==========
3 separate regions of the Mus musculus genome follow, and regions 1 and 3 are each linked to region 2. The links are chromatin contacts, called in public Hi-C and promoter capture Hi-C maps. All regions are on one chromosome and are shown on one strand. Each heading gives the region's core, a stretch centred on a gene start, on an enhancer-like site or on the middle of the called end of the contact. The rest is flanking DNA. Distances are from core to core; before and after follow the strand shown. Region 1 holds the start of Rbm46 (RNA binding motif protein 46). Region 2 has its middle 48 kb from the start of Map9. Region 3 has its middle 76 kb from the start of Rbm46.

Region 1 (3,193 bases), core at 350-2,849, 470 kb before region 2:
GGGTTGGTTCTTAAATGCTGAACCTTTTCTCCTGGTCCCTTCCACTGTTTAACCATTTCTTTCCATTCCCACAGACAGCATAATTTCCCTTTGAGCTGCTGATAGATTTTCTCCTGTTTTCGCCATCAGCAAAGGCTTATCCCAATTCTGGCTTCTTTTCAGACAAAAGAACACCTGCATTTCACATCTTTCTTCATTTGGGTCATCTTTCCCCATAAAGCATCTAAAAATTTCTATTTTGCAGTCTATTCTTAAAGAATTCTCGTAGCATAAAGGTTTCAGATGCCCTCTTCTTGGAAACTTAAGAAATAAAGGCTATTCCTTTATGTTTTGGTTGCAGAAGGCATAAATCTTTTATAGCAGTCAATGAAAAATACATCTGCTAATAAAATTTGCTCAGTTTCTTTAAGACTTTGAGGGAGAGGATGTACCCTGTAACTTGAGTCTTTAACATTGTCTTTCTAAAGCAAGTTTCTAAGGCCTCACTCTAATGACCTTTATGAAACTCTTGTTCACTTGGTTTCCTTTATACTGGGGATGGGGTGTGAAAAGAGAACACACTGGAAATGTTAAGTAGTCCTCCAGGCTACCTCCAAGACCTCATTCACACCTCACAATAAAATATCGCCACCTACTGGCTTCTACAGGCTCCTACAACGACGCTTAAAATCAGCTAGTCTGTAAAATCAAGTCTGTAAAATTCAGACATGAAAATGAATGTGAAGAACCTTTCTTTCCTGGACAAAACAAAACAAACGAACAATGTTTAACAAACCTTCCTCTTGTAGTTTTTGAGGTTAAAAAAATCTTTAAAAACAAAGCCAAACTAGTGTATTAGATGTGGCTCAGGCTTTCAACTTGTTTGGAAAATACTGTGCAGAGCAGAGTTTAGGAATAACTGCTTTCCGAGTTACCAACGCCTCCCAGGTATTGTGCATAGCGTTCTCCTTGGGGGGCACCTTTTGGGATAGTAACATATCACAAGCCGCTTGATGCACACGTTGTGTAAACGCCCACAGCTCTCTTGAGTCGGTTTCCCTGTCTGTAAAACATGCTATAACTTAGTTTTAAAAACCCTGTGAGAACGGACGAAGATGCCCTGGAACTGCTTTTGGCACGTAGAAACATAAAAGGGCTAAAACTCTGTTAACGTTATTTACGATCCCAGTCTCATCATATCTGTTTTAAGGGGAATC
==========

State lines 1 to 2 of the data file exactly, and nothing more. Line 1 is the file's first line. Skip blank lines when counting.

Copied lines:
3 separate regions of the Mus musculus genome follow, and regions 1 and 3 are each linked to region 2. The links are chromatin contacts, called in public Hi-C and promoter capture Hi-C maps. All regions are on one chromosome and are shown on one strand. Each heading gives the region's core, a stretch centred on a gene start, on an enhancer-like site or on the middle of the called end of the contact. The rest is flanking DNA. Distances are from core to core; before and after follow the strand shown. Region 1 holds the start of Rbm46 (RNA binding motif protein 46). Region 2 has its middle 48 kb from the start of Map9. Region 3 has its middle 76 kb from the start of Rbm46.

Region 1 (3,193 bases), core at 350-2,849, 470 kb before region 2: